Hope Gets You Through: An Interview with Meagan Holt
Meagan Holt is a portrait of strength—she’s lost multiple babies and her two-year old daughter, Madeline, was diagnosed with Zellweger Spectrum Disorder—but she continues to advocate. Meagan served as the 2014 ambassador for the Snohomish (WA) County March of Dimes March for Babies, organized a candlelight vigil for parents who have experienced pregnancy and infant loss, and volunteers at the hospital where Madeline was born. Here is her story:
You’ve had some heart-breaking challenges on your journey to becoming a parent. Can you tell me about them?
My husband and I have experienced three late pregnancy losses: a stillborn baby at 21 weeks, another stillborn at 19 weeks, and a 30-week-old son, who had Zellweger Spectrum Disorder and lived for just 18 hours. Then there’s our sweet Madeline who was born at 28 weeks, weighing just 2 lb. 3 oz.
Did Madeline experience any difficulties when she was first born?
Madeline had no problems related to her prematurity, and wasn’t diagnosed with Zellweger Spectrum until a few days before her first birthday.
What are Madeline’s symptoms?
Madeline is completely blind but maintains some light perception. She is also legally deaf. To her, normal voices sound like a quiet whisper. She has a Gastronomy tube (G-tube) and is strictly tube fed as well as being severely Vitamin D deficient. Madeline also has a fatty liver with elevated enzymes. She has a large fontanelle (soft spot) and very little hair.
Despite these challenges, what are some of the things Madeline can do on her own?
She can sit supported, hold up her head, and use her hands to manipulate toys. She is also signing! She continues to baffle her doctors with how much she is continuing to make positive progress.
You’re clearly proud of her accomplishments. What do you attribute them to?
Madeline is such an amazing little girl. It’s really hard to put into words just how miraculous she is. She is extremely aware of her surroundings and if you didn’t know her, you would have no idea she is blind. My husband and I believe Madeline has done so well because we don’t pity her. We never tell her she’s different—only that she’s special. We challenge her every day.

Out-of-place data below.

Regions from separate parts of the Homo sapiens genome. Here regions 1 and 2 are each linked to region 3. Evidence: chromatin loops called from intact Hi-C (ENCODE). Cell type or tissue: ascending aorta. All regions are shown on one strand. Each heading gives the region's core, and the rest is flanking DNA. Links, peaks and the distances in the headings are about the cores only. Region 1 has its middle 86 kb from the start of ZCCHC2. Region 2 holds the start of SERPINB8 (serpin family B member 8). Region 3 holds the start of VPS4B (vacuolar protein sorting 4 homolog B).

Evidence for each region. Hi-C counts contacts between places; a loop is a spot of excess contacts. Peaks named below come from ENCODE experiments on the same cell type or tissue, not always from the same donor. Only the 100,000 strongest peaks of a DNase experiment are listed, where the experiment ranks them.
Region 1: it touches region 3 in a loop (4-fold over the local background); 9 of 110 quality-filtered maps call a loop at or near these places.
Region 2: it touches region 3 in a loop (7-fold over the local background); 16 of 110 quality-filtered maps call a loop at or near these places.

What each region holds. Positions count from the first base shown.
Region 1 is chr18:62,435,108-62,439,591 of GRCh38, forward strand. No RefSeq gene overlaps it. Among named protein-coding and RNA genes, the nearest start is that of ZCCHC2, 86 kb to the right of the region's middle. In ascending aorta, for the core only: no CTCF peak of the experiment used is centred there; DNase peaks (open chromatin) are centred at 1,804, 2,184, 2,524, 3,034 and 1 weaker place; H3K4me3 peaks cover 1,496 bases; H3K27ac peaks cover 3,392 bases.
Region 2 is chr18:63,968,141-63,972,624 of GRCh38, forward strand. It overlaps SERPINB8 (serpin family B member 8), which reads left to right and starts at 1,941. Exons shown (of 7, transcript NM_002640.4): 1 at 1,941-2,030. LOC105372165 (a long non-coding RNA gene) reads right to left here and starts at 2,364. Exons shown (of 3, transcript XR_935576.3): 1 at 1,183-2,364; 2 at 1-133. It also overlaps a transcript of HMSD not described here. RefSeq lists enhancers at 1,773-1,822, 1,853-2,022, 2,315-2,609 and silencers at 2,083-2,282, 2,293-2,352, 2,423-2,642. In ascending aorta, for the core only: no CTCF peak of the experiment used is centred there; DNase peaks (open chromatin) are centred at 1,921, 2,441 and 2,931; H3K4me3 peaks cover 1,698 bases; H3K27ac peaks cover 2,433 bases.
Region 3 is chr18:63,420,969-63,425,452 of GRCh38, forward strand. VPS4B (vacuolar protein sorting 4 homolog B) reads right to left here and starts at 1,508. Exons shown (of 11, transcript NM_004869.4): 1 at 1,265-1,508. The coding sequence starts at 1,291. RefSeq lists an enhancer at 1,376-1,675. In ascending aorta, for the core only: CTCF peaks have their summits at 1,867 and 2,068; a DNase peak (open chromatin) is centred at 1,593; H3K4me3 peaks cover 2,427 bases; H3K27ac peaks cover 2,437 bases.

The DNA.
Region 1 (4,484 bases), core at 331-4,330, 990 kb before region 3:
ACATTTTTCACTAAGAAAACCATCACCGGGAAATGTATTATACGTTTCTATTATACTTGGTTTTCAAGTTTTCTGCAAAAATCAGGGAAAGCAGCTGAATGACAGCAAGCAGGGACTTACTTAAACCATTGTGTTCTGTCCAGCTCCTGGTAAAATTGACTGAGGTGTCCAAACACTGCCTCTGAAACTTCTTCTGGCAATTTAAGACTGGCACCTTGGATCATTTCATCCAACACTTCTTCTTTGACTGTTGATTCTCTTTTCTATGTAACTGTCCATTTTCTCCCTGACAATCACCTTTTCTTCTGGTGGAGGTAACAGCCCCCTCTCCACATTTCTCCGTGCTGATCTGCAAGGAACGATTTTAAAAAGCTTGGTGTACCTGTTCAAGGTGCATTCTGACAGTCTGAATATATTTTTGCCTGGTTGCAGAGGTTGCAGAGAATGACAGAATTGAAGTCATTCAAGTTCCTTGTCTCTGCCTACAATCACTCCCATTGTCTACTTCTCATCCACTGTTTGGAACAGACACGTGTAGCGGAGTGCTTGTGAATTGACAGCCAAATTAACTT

What else amazes you about your daughter?
Madeline has a food aversion from struggling to eat for so long (she hates to swallow food), but she as no other sensory issues. She rarely cries. She is always happy and cooing. Madeline truly loves life.
What has Madeline taught you?
Madeline has showed me how to stop and enjoy life. When you have a child living on borrowed time, it teaches you to appreciate everything. I was devastated when we learned her diagnosis. How could this happen after everything we’ve gone through before? I struggle with this thought daily, but remind myself that every moment is precious, and therefore we celebrate her every day.
After your early losses, and Madeline’s diagnosis, were you hesitant to have another baby?
After Madeline’s diagnosis, I decided to have my tubes tied. When I went into the doctor to start the process, I found out I was expecting again. Olivia, our newest addition, is only a carrier [of a gene mutation that causes PBD-ZSD]. She was a fairly easy pregnancy.
What would you say to parents who are considering having another baby after having a child with Zellweger Spectrum Disorder?
I would tell other parents to have hope. It sounds silly, but hope is what got me through every loss. Hope got me through the three long hours of holding my son before he went to Heaven; through the first three months Madeline was in the hospital, through Madeline’s first illness (rhinovirus); and when she was hospitalized due to lack of oxygen and fever. Hope is how I live—hope for treatment, for a cure, for research, and hope for one more day.